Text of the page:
3 Ways to Dispose of Weeds
You have removed weeds from your garden, keeping your own plants safe and healthy while at the same time making your garden tidy and attractive. Think you are done? Think again. Weeds only get to be weeds because they grow quickly and easily. Proper weed disposal is important to prevent the weeds you destroyed from returning to invade your garden time and time again. Here are some options you should consider when you need to get rid of weeds permanently.
Tossing your weeds in the trash—or better yet, the organic waste disposal bin—is the easiest way to get rid of them. However, if done incorrectly, simply throwing weeds away after removing them from the ground can still scatter their seeds, leaving you right back where you started — with a garden full of weeds.
In order to permanently dispose of weeds in the trash, you must first find a way to completely destroy all seeds that the weeds have produced. The easiest, most natural, and least resource intensive way to do this is as follows. Rake up all of your weeds, making sure to not leave any behind. Put them in a black plastic bag immediately and seal it tightly. Now, leave them in direct sunlight. The garbage bag will collect heat and leave everything inside both too dried out and too cooked to grow. Once the bag has been in the sun for roughly a month, you can safely dispose of it.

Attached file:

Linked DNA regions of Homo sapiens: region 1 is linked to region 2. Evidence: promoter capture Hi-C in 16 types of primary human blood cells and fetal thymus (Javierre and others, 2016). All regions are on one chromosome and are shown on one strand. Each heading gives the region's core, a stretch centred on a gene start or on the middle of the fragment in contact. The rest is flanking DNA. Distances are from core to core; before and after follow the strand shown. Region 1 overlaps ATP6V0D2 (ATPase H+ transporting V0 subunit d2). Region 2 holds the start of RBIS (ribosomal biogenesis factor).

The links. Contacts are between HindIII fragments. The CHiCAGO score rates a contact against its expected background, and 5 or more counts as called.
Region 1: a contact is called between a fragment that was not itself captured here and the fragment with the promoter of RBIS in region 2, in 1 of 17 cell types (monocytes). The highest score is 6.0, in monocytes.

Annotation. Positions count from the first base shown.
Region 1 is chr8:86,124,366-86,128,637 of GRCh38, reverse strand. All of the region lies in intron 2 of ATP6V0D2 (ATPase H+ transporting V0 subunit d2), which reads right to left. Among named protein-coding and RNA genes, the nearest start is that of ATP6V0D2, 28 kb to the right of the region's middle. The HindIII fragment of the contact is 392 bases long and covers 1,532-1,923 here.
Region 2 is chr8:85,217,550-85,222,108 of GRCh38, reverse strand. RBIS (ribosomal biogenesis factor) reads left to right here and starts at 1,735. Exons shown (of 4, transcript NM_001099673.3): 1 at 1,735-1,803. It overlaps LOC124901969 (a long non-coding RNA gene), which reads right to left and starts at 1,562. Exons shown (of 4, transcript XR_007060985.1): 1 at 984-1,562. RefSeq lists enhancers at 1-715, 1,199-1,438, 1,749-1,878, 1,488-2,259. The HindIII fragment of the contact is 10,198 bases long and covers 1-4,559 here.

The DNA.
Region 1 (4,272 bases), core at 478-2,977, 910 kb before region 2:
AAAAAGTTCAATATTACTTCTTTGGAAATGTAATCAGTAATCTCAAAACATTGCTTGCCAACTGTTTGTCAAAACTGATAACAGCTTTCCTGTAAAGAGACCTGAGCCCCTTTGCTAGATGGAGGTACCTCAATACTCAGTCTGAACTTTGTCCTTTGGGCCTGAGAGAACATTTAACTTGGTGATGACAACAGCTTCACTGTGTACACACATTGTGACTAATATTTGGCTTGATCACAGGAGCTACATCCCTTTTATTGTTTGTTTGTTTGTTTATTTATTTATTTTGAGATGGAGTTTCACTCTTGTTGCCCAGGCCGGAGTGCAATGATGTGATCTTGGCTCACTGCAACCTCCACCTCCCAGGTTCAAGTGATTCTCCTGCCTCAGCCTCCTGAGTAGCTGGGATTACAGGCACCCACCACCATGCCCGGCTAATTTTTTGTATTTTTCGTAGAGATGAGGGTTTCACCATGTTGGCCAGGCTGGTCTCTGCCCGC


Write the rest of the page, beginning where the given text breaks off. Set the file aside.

Weeds are organic waste, right? So if you have a compost heap, dead ones should be a perfect addition? Unfortunately, it is far from that simple. Weeds can potentially live happily in your compost heap, or give off their still fertile seeds which can end up back in your garden.
However, the threat from composting weeds is usually exaggerated. Though composting weeds incorrectly can cause problems, with planning and proper technique composting weeds is perfectly viable.
First, as a test, you should make a separate compost bin just for weeds. Get a compost thermometer and use it to measure the heat of your weed compost pile — 100 degrees Fahrenheit should kill most weeds. If your weed compost heap reaches temperatures that high, and your regular one does too, you should be fine. If you are successful, your next batch of compost can have weeds mixed in. Wait one to two months before reintroducing the composted weeds to your garden.
Burning weeds is probably the worst solution, but it is fast and thorough, assuming you have materials on hand.
Choose an area far from any buildings, structures, or flammable materials. Clear away any plants and have a bucket of water on hand. Keep your fire small and do not use any flammable materials to start it. If you must, using some shredded newspaper as kindling is fine.
Once you are finished, be thorough in making sure your fire is completely extinguished. Either stamp out any embers or pour water on them.